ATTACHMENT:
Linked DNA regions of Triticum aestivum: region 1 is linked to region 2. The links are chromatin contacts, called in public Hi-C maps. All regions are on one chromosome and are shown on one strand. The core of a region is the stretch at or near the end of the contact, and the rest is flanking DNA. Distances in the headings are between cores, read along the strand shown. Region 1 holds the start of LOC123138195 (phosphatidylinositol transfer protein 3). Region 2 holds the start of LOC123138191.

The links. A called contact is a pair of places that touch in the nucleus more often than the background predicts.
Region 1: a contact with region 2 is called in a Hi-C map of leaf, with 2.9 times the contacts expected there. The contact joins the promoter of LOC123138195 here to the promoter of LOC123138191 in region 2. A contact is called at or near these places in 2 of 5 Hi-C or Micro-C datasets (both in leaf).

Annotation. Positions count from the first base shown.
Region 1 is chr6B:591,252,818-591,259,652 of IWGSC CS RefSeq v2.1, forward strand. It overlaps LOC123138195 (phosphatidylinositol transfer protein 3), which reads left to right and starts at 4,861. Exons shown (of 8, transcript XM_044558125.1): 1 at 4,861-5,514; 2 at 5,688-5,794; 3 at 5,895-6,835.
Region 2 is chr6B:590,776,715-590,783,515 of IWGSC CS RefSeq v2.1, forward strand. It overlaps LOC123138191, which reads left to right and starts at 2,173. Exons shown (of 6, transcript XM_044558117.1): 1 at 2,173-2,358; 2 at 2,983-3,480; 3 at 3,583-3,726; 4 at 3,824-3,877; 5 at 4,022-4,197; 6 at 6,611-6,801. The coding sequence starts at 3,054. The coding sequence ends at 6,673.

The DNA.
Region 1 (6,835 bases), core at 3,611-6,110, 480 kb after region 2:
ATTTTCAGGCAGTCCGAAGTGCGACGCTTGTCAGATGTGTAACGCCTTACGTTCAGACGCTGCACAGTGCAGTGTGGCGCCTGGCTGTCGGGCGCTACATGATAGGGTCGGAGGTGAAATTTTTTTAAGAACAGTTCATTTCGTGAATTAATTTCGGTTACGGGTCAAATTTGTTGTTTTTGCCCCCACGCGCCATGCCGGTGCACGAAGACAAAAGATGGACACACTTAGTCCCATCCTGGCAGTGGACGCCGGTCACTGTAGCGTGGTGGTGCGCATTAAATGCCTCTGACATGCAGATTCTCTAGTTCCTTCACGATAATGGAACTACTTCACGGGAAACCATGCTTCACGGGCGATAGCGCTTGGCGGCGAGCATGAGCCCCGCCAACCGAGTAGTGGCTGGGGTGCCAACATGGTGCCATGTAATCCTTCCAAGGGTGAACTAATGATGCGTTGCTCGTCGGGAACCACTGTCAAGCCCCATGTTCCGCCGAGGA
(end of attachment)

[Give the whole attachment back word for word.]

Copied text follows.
Linked DNA regions of Triticum aestivum: region 1 is linked to region 2. The links are chromatin contacts, called in public Hi-C maps. All regions are on one chromosome and are shown on one strand. The core of a region is the stretch at or near the end of the contact, and the rest is flanking DNA. Distances in the headings are between cores, read along the strand shown. Region 1 holds the start of LOC123138195 (phosphatidylinositol transfer protein 3). Region 2 holds the start of LOC123138191.

The links. A called contact is a pair of places that touch in the nucleus more often than the background predicts.
Region 1: a contact with region 2 is called in a Hi-C map of leaf, with 2.9 times the contacts expected there. The contact joins the promoter of LOC123138195 here to the promoter of LOC123138191 in region 2. A contact is called at or near these places in 2 of 5 Hi-C or Micro-C datasets (both in leaf).

Annotation. Positions count from the first base shown.
Region 1 is chr6B:591,252,818-591,259,652 of IWGSC CS RefSeq v2.1, forward strand. It overlaps LOC123138195 (phosphatidylinositol transfer protein 3), which reads left to right and starts at 4,861. Exons shown (of 8, transcript XM_044558125.1): 1 at 4,861-5,514; 2 at 5,688-5,794; 3 at 5,895-6,835.
Region 2 is chr6B:590,776,715-590,783,515 of IWGSC CS RefSeq v2.1, forward strand. It overlaps LOC123138191, which reads left to right and starts at 2,173. Exons shown (of 6, transcript XM_044558117.1): 1 at 2,173-2,358; 2 at 2,983-3,480; 3 at 3,583-3,726; 4 at 3,824-3,877; 5 at 4,022-4,197; 6 at 6,611-6,801. The coding sequence starts at 3,054. The coding sequence ends at 6,673.

The DNA.
Region 1 (6,835 bases), core at 3,611-6,110, 480 kb after region 2:
ATTTTCAGGCAGTCCGAAGTGCGACGCTTGTCAGATGTGTAACGCCTTACGTTCAGACGCTGCACAGTGCAGTGTGGCGCCTGGCTGTCGGGCGCTACATGATAGGGTCGGAGGTGAAATTTTTTTAAGAACAGTTCATTTCGTGAATTAATTTCGGTTACGGGTCAAATTTGTTGTTTTTGCCCCCACGCGCCATGCCGGTGCACGAAGACAAAAGATGGACACACTTAGTCCCATCCTGGCAGTGGACGCCGGTCACTGTAGCGTGGTGGTGCGCATTAAATGCCTCTGACATGCAGATTCTCTAGTTCCTTCACGATAATGGAACTACTTCACGGGAAACCATGCTTCACGGGCGATAGCGCTTGGCGGCGAGCATGAGCCCCGCCAACCGAGTAGTGGCTGGGGTGCCAACATGGTGCCATGTAATCCTTCCAAGGGTGAACTAATGATGCGTTGCTCGTCGGGAACCACTGTCAAGCCCCATGTTCCGCCGAGGA